American English for Arabs – 2

I changed this series title from Jordanians to Arabs because of the globalization mania. The difficulty of speaking good English is not the same with all Arabic speaking people. The North Africans, except the Egyptians and the Libyans, speak fluent English after only few months in the United States. Their French-based learning has a lot to do with their fast ability to speak fluent English, since they already know how to accurately pronounce Latin alphabets. The Egyptians on the other hand are may be the worst when it comes to pronunciation (Egyptian friends and readers, I still love you the most!). This is not my own observation, it is something many Egyptians admit and confirm. In between the two, North Africans and the Egyptians are the Arabian Gulf (aka by non-Arabs the Persian Gulf) and the Sham countries (Jordan, Syria, Lebanon, and Palestine). The majority of the Arabian Gulf students who study in the US are undergraduates. Those students spend one year or more, before starting school, learning English in the United States by professionals. So, their English is roughly very good compared to the other Middle-Eastern Arabs. In general, those undergraduates learn better English than graduate students* because of the more exposure with the Americans. Graduate students in the US are usually foreigners so the chance, for the Arab graduate students, to learn good English is almost null. Specially, in some majors like Engineering were most of the students are either Chinese or Indians.

The table below lists some of the mistakes Arabs do when pronouncing some words. Some of these words if pronounced incorrectly might be confused with vulgar words.

Don’t Say

Say

Reason

Can’t Can not might be confused with an obscene word that means the female genital organ. A Libyan friend wanted to say “You can’t …”  for his female English teacher but instead he said “You c_nt …”. True story.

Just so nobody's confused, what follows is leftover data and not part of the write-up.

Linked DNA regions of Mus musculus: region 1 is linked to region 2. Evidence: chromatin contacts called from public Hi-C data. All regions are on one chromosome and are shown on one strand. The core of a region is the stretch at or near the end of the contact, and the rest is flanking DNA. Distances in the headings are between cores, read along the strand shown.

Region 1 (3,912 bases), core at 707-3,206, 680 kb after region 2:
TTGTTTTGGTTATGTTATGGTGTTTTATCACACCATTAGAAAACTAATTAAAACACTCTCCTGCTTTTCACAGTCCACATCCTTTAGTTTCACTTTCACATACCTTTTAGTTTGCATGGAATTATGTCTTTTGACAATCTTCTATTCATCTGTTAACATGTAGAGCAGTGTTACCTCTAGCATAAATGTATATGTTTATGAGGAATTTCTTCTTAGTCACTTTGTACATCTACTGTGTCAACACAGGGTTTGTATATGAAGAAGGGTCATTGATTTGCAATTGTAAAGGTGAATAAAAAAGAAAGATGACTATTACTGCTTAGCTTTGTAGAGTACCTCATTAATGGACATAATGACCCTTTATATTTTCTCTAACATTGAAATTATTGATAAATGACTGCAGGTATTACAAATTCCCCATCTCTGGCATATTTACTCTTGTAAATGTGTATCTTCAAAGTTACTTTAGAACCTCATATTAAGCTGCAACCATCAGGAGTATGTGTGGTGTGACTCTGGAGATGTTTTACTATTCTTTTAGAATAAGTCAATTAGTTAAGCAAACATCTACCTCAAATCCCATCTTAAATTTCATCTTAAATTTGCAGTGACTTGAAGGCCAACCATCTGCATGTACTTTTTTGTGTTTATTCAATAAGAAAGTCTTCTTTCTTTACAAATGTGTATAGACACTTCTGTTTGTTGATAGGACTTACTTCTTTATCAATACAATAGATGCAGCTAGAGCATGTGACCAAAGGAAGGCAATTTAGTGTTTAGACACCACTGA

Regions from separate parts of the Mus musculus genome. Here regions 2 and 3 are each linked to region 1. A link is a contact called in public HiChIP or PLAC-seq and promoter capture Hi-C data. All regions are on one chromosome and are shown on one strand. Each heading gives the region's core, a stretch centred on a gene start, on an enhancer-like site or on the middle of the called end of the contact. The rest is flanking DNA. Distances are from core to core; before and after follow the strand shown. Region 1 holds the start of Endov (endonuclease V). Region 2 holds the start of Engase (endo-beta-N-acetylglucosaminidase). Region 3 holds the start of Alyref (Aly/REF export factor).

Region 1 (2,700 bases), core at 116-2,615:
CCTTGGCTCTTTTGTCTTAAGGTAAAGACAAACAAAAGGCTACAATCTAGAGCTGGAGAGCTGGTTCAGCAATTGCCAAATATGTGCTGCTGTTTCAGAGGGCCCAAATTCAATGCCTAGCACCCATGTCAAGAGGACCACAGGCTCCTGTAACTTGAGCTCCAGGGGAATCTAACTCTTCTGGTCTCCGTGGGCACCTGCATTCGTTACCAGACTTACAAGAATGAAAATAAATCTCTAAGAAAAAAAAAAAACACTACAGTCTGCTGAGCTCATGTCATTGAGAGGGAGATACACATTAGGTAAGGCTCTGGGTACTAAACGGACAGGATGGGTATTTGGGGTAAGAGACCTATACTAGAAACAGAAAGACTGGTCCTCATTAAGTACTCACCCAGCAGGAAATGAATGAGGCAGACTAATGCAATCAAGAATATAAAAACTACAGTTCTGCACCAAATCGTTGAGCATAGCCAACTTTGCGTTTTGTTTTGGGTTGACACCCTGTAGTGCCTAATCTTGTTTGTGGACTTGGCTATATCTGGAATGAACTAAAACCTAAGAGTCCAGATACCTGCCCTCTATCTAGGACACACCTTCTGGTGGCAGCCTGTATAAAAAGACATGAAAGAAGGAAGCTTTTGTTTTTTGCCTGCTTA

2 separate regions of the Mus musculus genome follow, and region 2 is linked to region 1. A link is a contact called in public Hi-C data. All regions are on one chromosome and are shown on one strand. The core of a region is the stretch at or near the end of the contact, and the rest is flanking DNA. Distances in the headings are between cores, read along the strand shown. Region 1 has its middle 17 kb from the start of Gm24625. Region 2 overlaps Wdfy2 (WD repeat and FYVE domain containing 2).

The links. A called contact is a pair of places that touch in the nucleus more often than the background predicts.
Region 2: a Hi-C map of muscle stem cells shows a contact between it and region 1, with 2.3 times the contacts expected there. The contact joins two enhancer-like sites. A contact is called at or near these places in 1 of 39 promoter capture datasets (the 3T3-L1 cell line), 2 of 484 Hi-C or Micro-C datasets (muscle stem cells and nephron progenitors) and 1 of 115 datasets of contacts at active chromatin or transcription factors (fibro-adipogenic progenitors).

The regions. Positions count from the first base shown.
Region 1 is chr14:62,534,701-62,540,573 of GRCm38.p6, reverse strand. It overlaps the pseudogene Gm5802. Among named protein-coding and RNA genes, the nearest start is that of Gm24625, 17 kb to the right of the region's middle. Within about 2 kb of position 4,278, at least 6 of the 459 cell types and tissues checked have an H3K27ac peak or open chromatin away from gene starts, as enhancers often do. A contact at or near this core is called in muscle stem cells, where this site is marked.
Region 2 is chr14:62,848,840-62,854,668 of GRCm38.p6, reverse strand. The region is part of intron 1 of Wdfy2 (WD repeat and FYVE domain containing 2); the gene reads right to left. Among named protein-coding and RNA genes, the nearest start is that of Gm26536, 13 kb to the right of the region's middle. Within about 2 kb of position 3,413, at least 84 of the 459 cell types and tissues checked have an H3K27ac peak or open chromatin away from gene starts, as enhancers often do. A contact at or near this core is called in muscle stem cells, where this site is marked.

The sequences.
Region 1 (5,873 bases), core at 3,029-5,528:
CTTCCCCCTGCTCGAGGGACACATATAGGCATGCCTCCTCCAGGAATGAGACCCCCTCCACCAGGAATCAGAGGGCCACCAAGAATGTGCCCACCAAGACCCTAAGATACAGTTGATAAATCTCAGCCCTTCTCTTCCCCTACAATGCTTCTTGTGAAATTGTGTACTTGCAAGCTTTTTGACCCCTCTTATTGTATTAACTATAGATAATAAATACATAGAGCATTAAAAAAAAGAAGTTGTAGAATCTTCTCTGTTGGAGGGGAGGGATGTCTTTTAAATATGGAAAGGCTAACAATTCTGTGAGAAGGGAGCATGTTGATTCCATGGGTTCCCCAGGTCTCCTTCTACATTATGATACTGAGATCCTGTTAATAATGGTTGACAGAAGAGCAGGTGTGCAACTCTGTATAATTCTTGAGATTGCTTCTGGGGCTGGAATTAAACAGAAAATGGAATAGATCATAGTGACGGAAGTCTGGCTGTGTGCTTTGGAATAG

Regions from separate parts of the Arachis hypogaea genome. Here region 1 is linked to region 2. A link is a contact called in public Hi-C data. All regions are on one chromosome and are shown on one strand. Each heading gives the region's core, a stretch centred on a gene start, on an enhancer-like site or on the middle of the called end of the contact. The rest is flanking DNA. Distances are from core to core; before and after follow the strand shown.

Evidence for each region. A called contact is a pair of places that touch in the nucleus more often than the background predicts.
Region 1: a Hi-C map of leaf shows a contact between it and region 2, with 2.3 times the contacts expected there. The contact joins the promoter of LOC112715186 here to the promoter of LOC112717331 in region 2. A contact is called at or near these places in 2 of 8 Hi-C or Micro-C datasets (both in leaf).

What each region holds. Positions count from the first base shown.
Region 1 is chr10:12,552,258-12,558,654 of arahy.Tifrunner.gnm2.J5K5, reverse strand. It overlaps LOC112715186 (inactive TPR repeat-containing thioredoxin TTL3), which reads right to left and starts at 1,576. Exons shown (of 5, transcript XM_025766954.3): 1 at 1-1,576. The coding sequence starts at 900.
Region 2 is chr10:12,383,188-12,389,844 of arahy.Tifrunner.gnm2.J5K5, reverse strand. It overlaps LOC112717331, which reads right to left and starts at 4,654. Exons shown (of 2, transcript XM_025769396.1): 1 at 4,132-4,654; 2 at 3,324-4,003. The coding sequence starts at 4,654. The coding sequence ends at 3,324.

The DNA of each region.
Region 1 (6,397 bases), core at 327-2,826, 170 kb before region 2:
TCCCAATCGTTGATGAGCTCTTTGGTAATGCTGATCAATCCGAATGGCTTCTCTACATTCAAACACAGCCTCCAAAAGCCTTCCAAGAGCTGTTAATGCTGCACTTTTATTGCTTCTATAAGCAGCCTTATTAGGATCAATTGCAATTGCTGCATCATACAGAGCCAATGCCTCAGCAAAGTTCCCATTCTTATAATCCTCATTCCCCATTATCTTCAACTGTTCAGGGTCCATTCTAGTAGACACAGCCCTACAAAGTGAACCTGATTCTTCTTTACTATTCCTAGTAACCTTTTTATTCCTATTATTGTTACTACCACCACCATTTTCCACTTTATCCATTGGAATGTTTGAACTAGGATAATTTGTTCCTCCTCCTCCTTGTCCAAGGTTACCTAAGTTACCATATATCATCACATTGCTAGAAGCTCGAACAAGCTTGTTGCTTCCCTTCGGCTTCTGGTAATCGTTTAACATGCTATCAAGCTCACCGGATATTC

Deck of cards Cards might be confused with a vulgar word for a male genital organ.
Let us set on the deck, or I have a deck … Patio (pronounced padio by the way) or terrace might be confused with a vulgar word for a male genital organ.
I am better now I am fine.
I am okay.
I am good.
This happens usually when a doctor asks his Arab patient how is he doing. So he answers I am bitter now instead of I am better now.
Coke Pepsi or Soda.
If you only drink coke and the the waiter or waitress told you they only have Coke then say ok without repeating the word (i.e., coke). Restaurants in the US either serve Coke or Pepsi. So this trick is guaranteed to work.
might be confused with a male chicken but worse could also be confused with a vulgar word for a male genital organ. A Jordanian friend in a restaurant asked for a co_k instead of a Coke. True story.
Version Edition 5.
This usually happen when someone say I have this software version 5, for example.
might be confused with virgin. You don’t want to say I like virgin 9 or 13.

* In general, in the United States you hardly see undergraduate students from Arab countries other than the Arabian-Gulf. The other Arab students such as Jordanians, Lebanese, and Egyptians are enrolled in the graduate programs only.

American English for Jordanians – 1

4 thoughts on “American English for Arabs – 2

  1. how will they learn if they never make mistakes and gave people something to chuckle about?

    you might want to pennies (cents) to the list!

  2. Jano, glad you liked it.
    mab300s, unfortunately most Americans are too polite to correct someone’s English. I once pronounced “paradigm” where the g is silence in a conference room as “bara.di.Gim”. Later, I found my mistake by chance.

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